I believe that I read somewhere that Bundy had some “no fly list” problems but was later allowed to board a plane. Perhaps that was to prevent them from travelling together. Or perhaps it was to stall for time to assemble the “welcoming committee” in Oregon. Who knows?

  3. lorn says

    IMHO the whole freeman/militia movement is based upon the assertion that there is a sub-Rosa, hidden, legal structure that under-girds all legal action, the structure of the US constitution and the relationship of the citizen to the state, the state to the nation, and the nation to the community of nations and to nature and, assuming they exist, one or more divine presence/s. That by pointing out the flaws in the manifestations of this order, like the use an ‘Admiralty flag’ in a court, or by capitalizing their names idiosyncratically, the ‘freeman’ show that the manifest authorities have not played by the sub-Rosa rules or that the ‘freemen’ are not subject to their authority.

    It is like they have listened to their select legal ‘experts’, spelled c-h-a-r-l-a-t-a-n-s, so closely and often that they really believe that they could march into a federal court under serious charges, shout ‘look an Admiralty flag’ and the judge would declare ‘well played’ … ‘this court lacks jurisdiction’ and tells the bailiff to let the prisoner go.

    Essentially what they are referencing is the legal logic of shamanism. Wherein the practitioner, after entering into an altered mental state, and making certain sacrifices, gains an understanding of, and the ability to control powerful unseen forces through the use of spells and incantations, and, perhaps, a bit of interpretative dance.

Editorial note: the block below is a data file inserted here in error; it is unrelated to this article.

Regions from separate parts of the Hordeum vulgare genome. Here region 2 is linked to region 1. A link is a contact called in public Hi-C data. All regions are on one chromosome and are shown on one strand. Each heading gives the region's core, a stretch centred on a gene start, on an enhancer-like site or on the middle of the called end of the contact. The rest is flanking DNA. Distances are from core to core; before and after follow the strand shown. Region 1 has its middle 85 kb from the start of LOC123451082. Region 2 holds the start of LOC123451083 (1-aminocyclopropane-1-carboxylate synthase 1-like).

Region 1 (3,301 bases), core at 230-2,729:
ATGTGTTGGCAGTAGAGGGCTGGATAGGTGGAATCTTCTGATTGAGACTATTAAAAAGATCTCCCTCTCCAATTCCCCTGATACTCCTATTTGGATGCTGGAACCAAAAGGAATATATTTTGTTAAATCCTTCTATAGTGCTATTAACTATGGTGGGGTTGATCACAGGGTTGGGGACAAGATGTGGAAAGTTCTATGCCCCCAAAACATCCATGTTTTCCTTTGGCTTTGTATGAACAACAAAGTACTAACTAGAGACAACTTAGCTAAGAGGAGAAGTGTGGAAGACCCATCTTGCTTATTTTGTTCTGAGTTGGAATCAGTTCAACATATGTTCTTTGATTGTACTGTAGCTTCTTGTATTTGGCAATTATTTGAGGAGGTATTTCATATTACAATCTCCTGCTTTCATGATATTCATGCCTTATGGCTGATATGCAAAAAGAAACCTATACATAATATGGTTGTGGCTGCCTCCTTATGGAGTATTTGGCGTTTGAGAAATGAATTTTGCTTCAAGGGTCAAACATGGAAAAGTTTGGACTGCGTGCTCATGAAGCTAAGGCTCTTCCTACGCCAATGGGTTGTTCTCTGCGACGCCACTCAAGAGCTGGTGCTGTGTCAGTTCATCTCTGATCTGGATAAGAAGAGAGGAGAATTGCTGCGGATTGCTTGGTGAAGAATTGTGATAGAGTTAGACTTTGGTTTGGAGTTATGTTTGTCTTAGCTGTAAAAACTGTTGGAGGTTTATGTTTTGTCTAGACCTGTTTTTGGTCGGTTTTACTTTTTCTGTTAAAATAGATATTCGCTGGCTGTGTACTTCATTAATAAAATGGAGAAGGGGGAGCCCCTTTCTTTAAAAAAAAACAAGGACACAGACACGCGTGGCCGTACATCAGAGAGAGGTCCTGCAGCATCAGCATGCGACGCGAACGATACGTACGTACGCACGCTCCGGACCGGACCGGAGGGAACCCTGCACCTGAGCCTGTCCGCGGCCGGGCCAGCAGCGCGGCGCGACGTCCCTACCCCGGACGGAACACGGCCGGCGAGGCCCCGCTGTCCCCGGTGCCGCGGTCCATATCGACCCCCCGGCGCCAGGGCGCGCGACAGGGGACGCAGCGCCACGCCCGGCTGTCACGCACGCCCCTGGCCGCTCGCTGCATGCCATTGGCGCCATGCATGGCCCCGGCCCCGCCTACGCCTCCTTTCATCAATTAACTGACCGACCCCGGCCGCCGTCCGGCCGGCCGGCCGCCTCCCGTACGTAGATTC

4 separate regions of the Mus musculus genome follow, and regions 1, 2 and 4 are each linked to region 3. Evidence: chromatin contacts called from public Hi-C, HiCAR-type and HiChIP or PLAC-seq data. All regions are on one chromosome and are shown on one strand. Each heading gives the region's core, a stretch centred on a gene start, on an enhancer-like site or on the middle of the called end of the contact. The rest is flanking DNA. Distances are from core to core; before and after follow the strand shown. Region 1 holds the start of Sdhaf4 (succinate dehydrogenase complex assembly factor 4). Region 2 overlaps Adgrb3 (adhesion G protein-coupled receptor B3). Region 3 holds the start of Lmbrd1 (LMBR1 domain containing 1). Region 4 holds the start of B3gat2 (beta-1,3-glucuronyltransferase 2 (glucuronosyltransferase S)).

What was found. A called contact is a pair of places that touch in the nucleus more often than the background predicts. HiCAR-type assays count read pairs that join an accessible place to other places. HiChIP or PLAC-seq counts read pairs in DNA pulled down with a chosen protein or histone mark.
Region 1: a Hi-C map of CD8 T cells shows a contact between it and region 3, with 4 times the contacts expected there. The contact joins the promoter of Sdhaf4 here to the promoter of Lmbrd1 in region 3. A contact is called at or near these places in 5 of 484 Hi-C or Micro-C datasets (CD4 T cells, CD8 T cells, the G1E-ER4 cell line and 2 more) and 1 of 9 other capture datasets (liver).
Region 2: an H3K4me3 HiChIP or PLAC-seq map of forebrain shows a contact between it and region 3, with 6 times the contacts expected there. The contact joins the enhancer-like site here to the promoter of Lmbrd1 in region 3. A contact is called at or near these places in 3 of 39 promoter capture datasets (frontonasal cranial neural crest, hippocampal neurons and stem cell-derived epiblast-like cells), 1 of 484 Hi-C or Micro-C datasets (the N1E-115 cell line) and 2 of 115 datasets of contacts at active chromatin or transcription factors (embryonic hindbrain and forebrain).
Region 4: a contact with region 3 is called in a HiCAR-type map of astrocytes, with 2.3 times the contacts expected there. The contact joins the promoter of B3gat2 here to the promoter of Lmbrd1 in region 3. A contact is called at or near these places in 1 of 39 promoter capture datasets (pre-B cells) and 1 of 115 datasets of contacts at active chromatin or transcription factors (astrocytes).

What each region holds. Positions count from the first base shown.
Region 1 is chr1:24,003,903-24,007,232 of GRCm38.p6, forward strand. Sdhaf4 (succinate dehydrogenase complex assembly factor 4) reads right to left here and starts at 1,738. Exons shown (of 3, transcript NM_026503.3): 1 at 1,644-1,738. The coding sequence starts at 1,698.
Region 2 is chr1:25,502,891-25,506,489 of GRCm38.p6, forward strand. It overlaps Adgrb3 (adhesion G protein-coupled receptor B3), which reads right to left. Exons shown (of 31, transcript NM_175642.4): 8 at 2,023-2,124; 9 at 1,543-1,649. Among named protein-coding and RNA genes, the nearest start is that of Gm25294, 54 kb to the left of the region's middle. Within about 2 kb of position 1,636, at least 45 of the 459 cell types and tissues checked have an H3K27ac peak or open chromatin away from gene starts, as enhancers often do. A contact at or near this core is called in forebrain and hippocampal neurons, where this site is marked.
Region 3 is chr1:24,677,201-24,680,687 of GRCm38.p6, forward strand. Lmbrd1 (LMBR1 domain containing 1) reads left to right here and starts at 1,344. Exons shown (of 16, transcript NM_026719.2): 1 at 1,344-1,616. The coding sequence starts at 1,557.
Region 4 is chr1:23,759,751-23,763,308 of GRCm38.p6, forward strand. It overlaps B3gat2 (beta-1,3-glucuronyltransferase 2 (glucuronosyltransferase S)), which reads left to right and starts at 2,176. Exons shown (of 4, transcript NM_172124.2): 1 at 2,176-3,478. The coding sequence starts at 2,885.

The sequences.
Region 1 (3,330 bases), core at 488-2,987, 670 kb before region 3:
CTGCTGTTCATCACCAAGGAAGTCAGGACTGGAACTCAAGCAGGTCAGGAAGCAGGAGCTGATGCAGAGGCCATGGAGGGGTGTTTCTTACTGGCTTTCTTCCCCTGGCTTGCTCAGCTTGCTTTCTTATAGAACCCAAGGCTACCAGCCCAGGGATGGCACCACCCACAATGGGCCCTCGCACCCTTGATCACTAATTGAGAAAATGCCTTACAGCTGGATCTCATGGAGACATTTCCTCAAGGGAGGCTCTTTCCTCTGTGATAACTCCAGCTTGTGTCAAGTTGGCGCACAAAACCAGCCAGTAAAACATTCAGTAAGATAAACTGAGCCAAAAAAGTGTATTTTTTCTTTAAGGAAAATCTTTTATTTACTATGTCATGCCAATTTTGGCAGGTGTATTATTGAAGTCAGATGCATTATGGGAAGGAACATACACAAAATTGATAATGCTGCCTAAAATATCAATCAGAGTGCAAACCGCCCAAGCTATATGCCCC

http://rationalwiki.org/wiki/Freeman_on_the_land

    If you doubt my assertion of their entering into an altered state of consciousness I suggest you watch the videos listed at the bottom of the web page:
    http://freedom.fmotl.com/

    After a couple of hours of videos notice the peculiar shift in mental state. But, be warned, don’t go too far. It is like stepping into Narnia. A whole other world. Slamming your fingers in a door seems to cure most of the early effects but, sadly, repeated exposure may cause a permanent mental derangement , a fascination with firearms, and a tragic tendency babble incoherently about admiralty fringes and perform interpretative dances in federal court.

  4. sonofrojblake says

    I’ve had a few online conversations with UK manifestions of the FMotL. The question I always ask first, and which has so far stumped them, is this: can you give the date and location of a court case where this stuff has worked? As in, stop telling me why it should work, who sold it to you, what the basis of the argument is, when the crucial shift in jurisprudence occurred, which Masonic lodge you need to be in/not be in to get preferential treatment or whatever. Just one clear reference to someone pulling that shit in a court and having it work. Because so far, every time it’s been tried the result is humiliating defeat – and often not merely that. Often enough, a person in court for something minor that could be cleared up by paying a fine spins the “I don’t recognise the authority of this court” line, and ends up with a custodial sentence for contempt. I feel a tiny bit sorry for the dupes who fall for it. Just a tiny bit.